Interview for Mayor
2003, the citizens of San Francisco get to make their biggest decision for
the next four years. They will select the person who will occupy Room 200
at City Hall — the mayor.
has the final decision for 90% of the city’s budget. The mayor has the
final decision in hiring the executive managers of the city’s 70
departments. The mayor implements the day-to-day decisions of running the
city, providing services to its 800,000 residents, and making sure that
its businesses are humming and bringing in revenue.
BOS has some power over city policy, the top of the ticket and the El Jefe
of the city is the mayor. [ed. note: Beryl Magilavy describes this
unbalance of power in "San Francisco
Government Reform Is Long Overdue."]
So, on Friday, February 21, the SF Call will sponsor a “"Job
Interview for San Francisco Mayor" at the Goodwill Industries’ Atrium, 1500 Mission (11th
Street) from 7:00 to 9:00 p.m. A suggested donation of $10 for the SF Call
is requested, but no one will be turned away at the door. RSVP at
of this forum is to allow voters to help frame the issues that will be
addressed in the campaign. At time of print, Susan Leal, Angela Alioto,
Tom Ammiano, Jim Reid, Tony Ribera, Michael Denny, and Dave Giessen are
confirmed. Gavin Newsom is tentative. During the first 20 minutes members
of a media panel will pose questions to the candidates. They will have one
question each — and the candidates will have three minutes to answer.
remaining minutes will be devoted to questions submitted by the audience.
Audience members get to choose three candidates they want their question
directed to. The moderators, Betsey Culp and Malik Looper, will ask the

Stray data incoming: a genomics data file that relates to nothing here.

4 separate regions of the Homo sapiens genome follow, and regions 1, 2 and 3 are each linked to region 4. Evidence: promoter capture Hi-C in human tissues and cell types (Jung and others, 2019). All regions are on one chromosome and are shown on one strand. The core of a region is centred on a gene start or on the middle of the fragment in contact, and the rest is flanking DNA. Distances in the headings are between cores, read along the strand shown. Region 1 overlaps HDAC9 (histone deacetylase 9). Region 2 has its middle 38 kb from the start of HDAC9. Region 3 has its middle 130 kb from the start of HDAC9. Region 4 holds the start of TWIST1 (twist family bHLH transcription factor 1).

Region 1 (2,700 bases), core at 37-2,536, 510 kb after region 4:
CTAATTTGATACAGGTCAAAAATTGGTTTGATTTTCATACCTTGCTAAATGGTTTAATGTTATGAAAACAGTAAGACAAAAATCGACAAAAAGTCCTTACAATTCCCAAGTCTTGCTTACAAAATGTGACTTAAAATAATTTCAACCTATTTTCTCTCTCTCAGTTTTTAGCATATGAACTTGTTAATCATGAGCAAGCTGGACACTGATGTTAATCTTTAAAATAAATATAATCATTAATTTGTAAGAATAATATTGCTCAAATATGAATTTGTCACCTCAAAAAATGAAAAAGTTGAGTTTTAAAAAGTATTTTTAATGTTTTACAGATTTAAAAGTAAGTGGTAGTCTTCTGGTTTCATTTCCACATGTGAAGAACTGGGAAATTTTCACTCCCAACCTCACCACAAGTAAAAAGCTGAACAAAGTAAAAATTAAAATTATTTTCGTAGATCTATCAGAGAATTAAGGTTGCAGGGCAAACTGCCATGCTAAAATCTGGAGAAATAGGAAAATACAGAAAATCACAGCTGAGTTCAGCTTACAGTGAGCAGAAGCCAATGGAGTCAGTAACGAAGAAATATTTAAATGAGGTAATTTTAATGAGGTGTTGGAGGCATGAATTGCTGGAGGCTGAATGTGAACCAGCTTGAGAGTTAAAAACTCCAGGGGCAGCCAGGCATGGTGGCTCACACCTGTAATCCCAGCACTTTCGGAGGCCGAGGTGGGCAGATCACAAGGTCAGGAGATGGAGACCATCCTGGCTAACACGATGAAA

questions provided by the audience — and they will also have the choice of
changing whom they will ask in the event some candidates get more
questions than others.
In the past,
the campaigns have only superficially addressed the key issues that
everyone was truly concerned about — such as homelessness, health care,
education, quality of life, neighborhood issues, transportation, and the
economy. Candidates prefer to address issues that don’t cause controversy,
issues that won’t alienate voters.
as we face the uncertain future of a down-turned economy and war looms on
the horizon, we can’t afford to allow candidates to skate through a
campaign on looks, sound bites, and past glories.
I don’t know
about you. But I want a mayor who is committed to helping as many San
Franciscans as possible. I want someone who is committed to making San
Francisco a great place to live, work, and visit. I want a mayor who can
lead every one of us to a better future. That means making hard decisions:
How can you
provide quality health care for the homeless and the working poor with a
$300 million deficit? How do you clean up the streets when the Department
of Public Works’ budget has been cut? How do you provide housing to the
homeless when federal and state funds for housing have been slashed?
Let us hope
that, on Friday, February 21, at the Mayoral Candidate Forum at the
Goodwill Industries, 1500 Mission (11th Street) from 7:00 to
9:00 p.m., we will find mayoral candidates who are willing to talk about
these hard decisions. And let us hope that whomever we elect in November
2003 will implement those hard decisions.